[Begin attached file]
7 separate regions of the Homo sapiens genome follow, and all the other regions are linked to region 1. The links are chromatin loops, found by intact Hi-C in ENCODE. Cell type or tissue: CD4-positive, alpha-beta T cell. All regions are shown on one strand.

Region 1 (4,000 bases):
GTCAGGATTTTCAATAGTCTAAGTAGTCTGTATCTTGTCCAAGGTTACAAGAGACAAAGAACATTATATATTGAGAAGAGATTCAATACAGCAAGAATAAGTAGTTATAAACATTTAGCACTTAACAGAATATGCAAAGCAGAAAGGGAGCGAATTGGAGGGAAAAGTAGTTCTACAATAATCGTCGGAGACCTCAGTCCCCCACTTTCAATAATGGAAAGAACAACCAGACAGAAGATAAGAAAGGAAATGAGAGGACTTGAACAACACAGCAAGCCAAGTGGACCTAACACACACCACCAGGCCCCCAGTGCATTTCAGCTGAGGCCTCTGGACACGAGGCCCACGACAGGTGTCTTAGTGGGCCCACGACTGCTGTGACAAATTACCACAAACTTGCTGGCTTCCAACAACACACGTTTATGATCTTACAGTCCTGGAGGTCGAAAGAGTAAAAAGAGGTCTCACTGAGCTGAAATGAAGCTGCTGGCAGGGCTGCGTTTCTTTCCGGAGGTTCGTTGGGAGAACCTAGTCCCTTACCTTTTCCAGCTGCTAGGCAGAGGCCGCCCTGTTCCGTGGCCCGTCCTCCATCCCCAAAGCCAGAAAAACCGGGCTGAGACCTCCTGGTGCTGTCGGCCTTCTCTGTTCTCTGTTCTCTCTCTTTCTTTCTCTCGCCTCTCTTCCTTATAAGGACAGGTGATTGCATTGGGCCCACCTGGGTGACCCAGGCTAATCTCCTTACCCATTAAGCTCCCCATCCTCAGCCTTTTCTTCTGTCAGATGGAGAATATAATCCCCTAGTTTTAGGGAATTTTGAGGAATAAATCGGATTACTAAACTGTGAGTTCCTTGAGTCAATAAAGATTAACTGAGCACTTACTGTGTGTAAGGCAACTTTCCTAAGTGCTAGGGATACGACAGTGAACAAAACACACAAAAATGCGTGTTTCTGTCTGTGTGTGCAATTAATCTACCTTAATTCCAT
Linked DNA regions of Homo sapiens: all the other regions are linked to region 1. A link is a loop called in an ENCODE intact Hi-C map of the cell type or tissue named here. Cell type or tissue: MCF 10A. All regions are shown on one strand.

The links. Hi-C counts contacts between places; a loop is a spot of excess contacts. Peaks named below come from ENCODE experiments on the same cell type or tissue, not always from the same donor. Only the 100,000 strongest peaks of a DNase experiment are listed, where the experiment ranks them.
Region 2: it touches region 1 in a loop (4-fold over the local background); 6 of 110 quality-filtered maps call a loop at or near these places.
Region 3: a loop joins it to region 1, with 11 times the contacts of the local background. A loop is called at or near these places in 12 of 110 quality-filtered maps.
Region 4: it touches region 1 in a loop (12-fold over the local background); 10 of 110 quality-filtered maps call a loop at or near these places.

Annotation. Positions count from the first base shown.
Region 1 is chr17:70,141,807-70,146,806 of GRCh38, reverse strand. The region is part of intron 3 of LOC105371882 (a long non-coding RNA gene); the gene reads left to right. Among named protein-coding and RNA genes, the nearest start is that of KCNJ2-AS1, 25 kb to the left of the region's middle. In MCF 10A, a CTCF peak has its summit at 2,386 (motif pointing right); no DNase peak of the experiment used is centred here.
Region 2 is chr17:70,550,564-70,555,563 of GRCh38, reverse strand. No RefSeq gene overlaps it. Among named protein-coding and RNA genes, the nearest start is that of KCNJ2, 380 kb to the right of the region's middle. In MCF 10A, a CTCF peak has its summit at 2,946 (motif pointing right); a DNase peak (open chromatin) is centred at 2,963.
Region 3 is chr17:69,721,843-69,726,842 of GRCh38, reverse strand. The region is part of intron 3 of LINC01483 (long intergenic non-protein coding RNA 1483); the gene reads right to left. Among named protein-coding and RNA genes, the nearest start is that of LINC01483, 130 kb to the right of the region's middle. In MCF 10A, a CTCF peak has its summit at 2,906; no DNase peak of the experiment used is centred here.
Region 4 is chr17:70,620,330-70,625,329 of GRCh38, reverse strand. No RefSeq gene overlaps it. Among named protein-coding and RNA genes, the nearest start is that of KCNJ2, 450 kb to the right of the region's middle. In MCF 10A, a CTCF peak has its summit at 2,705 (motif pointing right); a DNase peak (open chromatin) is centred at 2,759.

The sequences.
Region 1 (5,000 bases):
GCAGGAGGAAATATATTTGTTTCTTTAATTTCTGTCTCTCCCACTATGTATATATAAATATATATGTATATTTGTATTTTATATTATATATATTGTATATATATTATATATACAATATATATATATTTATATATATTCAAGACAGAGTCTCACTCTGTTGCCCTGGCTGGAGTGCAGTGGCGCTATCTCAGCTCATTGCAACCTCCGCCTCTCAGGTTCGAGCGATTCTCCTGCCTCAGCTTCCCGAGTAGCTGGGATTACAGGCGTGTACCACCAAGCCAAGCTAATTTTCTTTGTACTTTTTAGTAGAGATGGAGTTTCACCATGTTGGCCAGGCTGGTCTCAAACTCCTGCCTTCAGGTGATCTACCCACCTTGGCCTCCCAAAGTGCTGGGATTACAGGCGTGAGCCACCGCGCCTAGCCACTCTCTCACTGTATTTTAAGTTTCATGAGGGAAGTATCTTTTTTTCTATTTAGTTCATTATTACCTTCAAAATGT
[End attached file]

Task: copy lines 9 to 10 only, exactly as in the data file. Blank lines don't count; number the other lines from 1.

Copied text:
Annotation. Positions count from the first base shown.
Region 1 is chr17:70,141,807-70,146,806 of GRCh38, reverse strand. The region is part of intron 3 of LOC105371882 (a long non-coding RNA gene); the gene reads left to right. Among named protein-coding and RNA genes, the nearest start is that of KCNJ2-AS1, 25 kb to the left of the region's middle. In MCF 10A, a CTCF peak has its summit at 2,386 (motif pointing right); no DNase peak of the experiment used is centred here.